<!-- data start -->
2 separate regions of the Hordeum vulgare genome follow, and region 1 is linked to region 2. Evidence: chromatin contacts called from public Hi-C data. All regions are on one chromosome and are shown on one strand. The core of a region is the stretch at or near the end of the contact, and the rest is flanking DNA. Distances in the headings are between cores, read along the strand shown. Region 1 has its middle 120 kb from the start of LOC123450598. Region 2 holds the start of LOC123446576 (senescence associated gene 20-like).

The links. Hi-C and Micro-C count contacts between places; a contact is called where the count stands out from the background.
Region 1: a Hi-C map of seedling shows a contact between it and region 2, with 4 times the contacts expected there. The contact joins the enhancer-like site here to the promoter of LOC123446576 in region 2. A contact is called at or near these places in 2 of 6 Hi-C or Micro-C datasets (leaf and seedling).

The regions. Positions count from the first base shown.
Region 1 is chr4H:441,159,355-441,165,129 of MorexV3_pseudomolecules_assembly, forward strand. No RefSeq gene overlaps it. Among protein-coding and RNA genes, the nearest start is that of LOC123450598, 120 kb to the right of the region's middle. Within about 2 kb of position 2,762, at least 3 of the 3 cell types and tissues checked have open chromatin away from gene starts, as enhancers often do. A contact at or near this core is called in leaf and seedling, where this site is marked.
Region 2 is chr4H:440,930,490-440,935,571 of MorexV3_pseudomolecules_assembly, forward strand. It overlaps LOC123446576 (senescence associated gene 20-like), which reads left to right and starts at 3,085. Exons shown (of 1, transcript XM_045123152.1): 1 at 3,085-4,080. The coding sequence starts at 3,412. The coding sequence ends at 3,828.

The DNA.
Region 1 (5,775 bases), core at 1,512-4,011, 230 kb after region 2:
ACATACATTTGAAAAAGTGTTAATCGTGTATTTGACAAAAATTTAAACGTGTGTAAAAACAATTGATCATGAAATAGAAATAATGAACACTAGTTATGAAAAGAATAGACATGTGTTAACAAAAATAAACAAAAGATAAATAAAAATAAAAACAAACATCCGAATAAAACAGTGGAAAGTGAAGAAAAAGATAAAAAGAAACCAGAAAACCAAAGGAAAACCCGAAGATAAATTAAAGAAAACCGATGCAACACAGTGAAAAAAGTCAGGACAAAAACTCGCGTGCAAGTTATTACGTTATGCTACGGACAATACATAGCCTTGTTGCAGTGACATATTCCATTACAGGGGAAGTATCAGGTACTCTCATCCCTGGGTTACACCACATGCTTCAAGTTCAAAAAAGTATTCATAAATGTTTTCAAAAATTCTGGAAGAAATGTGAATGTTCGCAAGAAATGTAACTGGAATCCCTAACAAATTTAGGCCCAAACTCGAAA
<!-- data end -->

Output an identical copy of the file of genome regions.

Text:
2 separate regions of the Hordeum vulgare genome follow, and region 1 is linked to region 2. Evidence: chromatin contacts called from public Hi-C data. All regions are on one chromosome and are shown on one strand. The core of a region is the stretch at or near the end of the contact, and the rest is flanking DNA. Distances in the headings are between cores, read along the strand shown. Region 1 has its middle 120 kb from the start of LOC123450598. Region 2 holds the start of LOC123446576 (senescence associated gene 20-like).

The links. Hi-C and Micro-C count contacts between places; a contact is called where the count stands out from the background.
Region 1: a Hi-C map of seedling shows a contact between it and region 2, with 4 times the contacts expected there. The contact joins the enhancer-like site here to the promoter of LOC123446576 in region 2. A contact is called at or near these places in 2 of 6 Hi-C or Micro-C datasets (leaf and seedling).

The regions. Positions count from the first base shown.
Region 1 is chr4H:441,159,355-441,165,129 of MorexV3_pseudomolecules_assembly, forward strand. No RefSeq gene overlaps it. Among protein-coding and RNA genes, the nearest start is that of LOC123450598, 120 kb to the right of the region's middle. Within about 2 kb of position 2,762, at least 3 of the 3 cell types and tissues checked have open chromatin away from gene starts, as enhancers often do. A contact at or near this core is called in leaf and seedling, where this site is marked.
Region 2 is chr4H:440,930,490-440,935,571 of MorexV3_pseudomolecules_assembly, forward strand. It overlaps LOC123446576 (senescence associated gene 20-like), which reads left to right and starts at 3,085. Exons shown (of 1, transcript XM_045123152.1): 1 at 3,085-4,080. The coding sequence starts at 3,412. The coding sequence ends at 3,828.

The DNA.
Region 1 (5,775 bases), core at 1,512-4,011, 230 kb after region 2:
ACATACATTTGAAAAAGTGTTAATCGTGTATTTGACAAAAATTTAAACGTGTGTAAAAACAATTGATCATGAAATAGAAATAATGAACACTAGTTATGAAAAGAATAGACATGTGTTAACAAAAATAAACAAAAGATAAATAAAAATAAAAACAAACATCCGAATAAAACAGTGGAAAGTGAAGAAAAAGATAAAAAGAAACCAGAAAACCAAAGGAAAACCCGAAGATAAATTAAAGAAAACCGATGCAACACAGTGAAAAAAGTCAGGACAAAAACTCGCGTGCAAGTTATTACGTTATGCTACGGACAATACATAGCCTTGTTGCAGTGACATATTCCATTACAGGGGAAGTATCAGGTACTCTCATCCCTGGGTTACACCACATGCTTCAAGTTCAAAAAAGTATTCATAAATGTTTTCAAAAATTCTGGAAGAAATGTGAATGTTCGCAAGAAATGTAACTGGAATCCCTAACAAATTTAGGCCCAAACTCGAAA